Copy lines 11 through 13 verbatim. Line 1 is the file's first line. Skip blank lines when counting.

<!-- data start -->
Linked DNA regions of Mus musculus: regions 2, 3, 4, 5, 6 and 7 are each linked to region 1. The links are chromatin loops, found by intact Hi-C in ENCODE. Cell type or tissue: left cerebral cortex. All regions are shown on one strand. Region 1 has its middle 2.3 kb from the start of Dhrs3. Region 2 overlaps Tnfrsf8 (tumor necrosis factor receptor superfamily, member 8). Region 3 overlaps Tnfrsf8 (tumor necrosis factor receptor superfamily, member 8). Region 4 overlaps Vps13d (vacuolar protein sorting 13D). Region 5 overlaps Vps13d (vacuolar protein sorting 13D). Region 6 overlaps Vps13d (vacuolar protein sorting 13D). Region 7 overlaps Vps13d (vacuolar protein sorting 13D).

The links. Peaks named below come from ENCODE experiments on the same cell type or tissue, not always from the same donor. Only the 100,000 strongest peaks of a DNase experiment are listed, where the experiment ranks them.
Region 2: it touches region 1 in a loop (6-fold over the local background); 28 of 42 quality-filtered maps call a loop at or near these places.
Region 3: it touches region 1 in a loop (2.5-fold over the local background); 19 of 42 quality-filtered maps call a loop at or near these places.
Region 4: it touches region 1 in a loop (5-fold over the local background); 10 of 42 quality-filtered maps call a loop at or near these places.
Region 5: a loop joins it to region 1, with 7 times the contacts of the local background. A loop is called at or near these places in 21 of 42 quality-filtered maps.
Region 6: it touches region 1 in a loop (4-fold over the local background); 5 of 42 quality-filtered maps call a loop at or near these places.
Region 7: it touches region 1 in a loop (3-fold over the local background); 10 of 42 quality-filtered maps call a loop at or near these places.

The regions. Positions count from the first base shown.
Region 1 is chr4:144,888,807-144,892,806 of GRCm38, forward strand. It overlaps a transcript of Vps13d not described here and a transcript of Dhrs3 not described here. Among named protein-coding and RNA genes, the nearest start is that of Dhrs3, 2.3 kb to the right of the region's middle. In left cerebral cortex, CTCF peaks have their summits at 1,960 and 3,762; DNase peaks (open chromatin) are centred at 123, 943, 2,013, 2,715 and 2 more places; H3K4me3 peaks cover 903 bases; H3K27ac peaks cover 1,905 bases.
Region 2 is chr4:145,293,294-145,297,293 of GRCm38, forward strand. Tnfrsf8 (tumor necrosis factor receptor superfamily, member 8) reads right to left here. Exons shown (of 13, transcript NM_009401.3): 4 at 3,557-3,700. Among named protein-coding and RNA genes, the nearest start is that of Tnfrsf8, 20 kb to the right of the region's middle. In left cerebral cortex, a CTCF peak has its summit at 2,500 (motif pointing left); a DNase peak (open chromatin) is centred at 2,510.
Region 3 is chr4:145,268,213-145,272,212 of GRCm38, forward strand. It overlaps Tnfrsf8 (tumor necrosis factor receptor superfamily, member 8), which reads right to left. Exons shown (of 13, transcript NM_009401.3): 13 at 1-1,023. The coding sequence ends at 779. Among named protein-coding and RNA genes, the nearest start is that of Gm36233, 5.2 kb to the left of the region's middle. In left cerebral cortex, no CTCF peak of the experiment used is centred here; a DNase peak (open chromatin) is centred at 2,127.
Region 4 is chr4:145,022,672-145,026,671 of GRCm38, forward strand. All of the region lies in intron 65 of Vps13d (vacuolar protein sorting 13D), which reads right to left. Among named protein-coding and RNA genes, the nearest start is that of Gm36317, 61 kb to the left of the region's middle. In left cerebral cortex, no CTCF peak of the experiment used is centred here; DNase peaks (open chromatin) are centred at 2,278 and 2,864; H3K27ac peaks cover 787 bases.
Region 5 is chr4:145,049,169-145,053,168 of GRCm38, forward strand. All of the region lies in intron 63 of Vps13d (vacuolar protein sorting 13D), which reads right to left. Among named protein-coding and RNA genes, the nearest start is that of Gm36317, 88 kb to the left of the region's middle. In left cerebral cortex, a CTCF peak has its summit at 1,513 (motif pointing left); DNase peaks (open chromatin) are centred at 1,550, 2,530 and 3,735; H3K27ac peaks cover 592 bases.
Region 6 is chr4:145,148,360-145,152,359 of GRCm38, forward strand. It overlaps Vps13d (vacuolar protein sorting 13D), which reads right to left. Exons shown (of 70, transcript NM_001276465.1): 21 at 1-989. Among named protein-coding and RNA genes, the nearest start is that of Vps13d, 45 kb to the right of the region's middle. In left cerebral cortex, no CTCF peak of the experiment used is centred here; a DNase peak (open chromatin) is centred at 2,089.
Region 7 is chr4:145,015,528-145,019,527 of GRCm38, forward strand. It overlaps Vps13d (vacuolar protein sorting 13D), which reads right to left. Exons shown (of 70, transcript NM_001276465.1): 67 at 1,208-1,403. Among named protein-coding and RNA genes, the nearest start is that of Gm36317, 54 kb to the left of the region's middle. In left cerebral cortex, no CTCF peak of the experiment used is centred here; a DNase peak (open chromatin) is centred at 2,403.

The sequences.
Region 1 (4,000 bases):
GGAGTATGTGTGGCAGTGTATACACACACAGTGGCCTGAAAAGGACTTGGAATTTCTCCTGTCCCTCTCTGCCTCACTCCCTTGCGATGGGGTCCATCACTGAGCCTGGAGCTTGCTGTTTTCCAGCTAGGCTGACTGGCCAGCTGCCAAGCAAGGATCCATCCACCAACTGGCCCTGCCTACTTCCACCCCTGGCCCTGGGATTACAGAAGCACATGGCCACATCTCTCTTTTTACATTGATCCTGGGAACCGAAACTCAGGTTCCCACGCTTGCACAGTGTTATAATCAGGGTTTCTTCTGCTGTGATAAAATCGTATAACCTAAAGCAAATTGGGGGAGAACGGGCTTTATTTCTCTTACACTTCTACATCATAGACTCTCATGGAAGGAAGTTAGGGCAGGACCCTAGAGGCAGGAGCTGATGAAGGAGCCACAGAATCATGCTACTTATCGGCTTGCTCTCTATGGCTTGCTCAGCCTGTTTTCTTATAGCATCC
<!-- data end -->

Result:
Region 2 is chr4:145,293,294-145,297,293 of GRCm38, forward strand. Tnfrsf8 (tumor necrosis factor receptor superfamily, member 8) reads right to left here. Exons shown (of 13, transcript NM_009401.3): 4 at 3,557-3,700. Among named protein-coding and RNA genes, the nearest start is that of Tnfrsf8, 20 kb to the right of the region's middle. In left cerebral cortex, a CTCF peak has its summit at 2,500 (motif pointing left); a DNase peak (open chromatin) is centred at 2,510.
Region 3 is chr4:145,268,213-145,272,212 of GRCm38, forward strand. It overlaps Tnfrsf8 (tumor necrosis factor receptor superfamily, member 8), which reads right to left. Exons shown (of 13, transcript NM_009401.3): 13 at 1-1,023. The coding sequence ends at 779. Among named protein-coding and RNA genes, the nearest start is that of Gm36233, 5.2 kb to the left of the region's middle. In left cerebral cortex, no CTCF peak of the experiment used is centred here; a DNase peak (open chromatin) is centred at 2,127.
Region 4 is chr4:145,022,672-145,026,671 of GRCm38, forward strand. All of the region lies in intron 65 of Vps13d (vacuolar protein sorting 13D), which reads right to left. Among named protein-coding and RNA genes, the nearest start is that of Gm36317, 61 kb to the left of the region's middle. In left cerebral cortex, no CTCF peak of the experiment used is centred here; DNase peaks (open chromatin) are centred at 2,278 and 2,864; H3K27ac peaks cover 787 bases.